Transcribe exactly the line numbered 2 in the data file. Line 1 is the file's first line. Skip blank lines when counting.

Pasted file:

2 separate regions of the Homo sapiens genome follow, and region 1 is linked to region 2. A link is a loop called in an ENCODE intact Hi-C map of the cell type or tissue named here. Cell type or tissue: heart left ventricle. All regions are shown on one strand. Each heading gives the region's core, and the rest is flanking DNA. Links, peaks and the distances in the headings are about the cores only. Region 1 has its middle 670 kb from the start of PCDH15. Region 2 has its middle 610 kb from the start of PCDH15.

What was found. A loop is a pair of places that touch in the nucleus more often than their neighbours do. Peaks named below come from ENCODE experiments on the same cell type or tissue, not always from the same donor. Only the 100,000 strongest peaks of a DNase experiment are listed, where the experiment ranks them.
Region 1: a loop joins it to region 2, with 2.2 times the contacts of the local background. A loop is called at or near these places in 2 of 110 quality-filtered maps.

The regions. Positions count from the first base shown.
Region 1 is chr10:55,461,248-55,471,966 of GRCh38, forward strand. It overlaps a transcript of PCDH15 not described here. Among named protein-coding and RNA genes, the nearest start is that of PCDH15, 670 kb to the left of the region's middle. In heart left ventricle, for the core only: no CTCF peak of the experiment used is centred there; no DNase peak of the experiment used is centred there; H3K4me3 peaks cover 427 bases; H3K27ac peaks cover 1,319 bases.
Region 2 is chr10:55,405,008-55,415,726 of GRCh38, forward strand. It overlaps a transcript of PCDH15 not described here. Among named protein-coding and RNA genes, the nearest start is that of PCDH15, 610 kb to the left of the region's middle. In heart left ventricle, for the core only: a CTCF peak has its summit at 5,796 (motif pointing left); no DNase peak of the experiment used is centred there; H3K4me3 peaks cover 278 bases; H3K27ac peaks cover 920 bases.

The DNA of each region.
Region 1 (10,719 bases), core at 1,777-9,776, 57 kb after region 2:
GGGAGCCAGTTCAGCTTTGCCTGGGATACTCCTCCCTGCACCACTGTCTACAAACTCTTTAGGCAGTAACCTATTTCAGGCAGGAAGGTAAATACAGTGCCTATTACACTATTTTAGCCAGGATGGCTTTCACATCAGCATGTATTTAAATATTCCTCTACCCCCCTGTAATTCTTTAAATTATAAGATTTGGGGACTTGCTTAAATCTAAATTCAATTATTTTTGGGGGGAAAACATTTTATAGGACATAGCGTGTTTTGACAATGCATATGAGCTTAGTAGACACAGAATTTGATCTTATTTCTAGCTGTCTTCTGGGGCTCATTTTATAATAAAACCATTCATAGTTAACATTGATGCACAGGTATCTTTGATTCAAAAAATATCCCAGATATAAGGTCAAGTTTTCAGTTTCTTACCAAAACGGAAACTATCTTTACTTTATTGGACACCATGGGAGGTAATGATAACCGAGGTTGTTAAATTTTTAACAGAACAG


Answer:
What was found. A loop is a pair of places that touch in the nucleus more often than their neighbours do. Peaks named below come from ENCODE experiments on the same cell type or tissue, not always from the same donor. Only the 100,000 strongest peaks of a DNase experiment are listed, where the experiment ranks them.